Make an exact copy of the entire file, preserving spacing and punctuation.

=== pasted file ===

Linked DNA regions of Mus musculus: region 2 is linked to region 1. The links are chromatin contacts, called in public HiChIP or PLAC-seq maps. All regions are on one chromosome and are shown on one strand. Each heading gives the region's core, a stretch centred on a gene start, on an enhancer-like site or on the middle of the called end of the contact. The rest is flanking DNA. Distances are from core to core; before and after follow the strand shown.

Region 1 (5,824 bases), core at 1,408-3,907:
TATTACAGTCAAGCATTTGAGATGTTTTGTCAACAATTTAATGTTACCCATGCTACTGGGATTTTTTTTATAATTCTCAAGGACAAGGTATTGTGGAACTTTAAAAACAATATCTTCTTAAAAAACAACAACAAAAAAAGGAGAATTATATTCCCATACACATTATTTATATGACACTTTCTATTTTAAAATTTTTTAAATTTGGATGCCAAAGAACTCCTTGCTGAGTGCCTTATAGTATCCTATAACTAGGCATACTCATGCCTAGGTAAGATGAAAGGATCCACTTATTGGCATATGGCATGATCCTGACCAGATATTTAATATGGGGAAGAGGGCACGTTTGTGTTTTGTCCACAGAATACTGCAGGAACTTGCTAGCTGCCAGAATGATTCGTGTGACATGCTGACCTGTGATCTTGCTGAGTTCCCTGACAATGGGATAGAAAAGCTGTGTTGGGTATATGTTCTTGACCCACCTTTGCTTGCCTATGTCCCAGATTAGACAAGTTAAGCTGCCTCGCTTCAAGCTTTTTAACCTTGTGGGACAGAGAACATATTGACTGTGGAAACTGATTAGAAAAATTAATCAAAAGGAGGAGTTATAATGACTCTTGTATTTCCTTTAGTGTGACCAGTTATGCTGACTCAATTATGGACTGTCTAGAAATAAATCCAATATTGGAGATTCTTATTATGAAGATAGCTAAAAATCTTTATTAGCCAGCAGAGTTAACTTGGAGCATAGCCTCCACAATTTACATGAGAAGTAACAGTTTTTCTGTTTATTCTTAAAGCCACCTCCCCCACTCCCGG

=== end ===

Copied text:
Linked DNA regions of Mus musculus: region 2 is linked to region 1. The links are chromatin contacts, called in public HiChIP or PLAC-seq maps. All regions are on one chromosome and are shown on one strand. Each heading gives the region's core, a stretch centred on a gene start, on an enhancer-like site or on the middle of the called end of the contact. The rest is flanking DNA. Distances are from core to core; before and after follow the strand shown.

Region 1 (5,824 bases), core at 1,408-3,907:
TATTACAGTCAAGCATTTGAGATGTTTTGTCAACAATTTAATGTTACCCATGCTACTGGGATTTTTTTTATAATTCTCAAGGACAAGGTATTGTGGAACTTTAAAAACAATATCTTCTTAAAAAACAACAACAAAAAAAGGAGAATTATATTCCCATACACATTATTTATATGACACTTTCTATTTTAAAATTTTTTAAATTTGGATGCCAAAGAACTCCTTGCTGAGTGCCTTATAGTATCCTATAACTAGGCATACTCATGCCTAGGTAAGATGAAAGGATCCACTTATTGGCATATGGCATGATCCTGACCAGATATTTAATATGGGGAAGAGGGCACGTTTGTGTTTTGTCCACAGAATACTGCAGGAACTTGCTAGCTGCCAGAATGATTCGTGTGACATGCTGACCTGTGATCTTGCTGAGTTCCCTGACAATGGGATAGAAAAGCTGTGTTGGGTATATGTTCTTGACCCACCTTTGCTTGCCTATGTCCCAGATTAGACAAGTTAAGCTGCCTCGCTTCAAGCTTTTTAACCTTGTGGGACAGAGAACATATTGACTGTGGAAACTGATTAGAAAAATTAATCAAAAGGAGGAGTTATAATGACTCTTGTATTTCCTTTAGTGTGACCAGTTATGCTGACTCAATTATGGACTGTCTAGAAATAAATCCAATATTGGAGATTCTTATTATGAAGATAGCTAAAAATCTTTATTAGCCAGCAGAGTTAACTTGGAGCATAGCCTCCACAATTTACATGAGAAGTAACAGTTTTTCTGTTTATTCTTAAAGCCACCTCCCCCACTCCCGG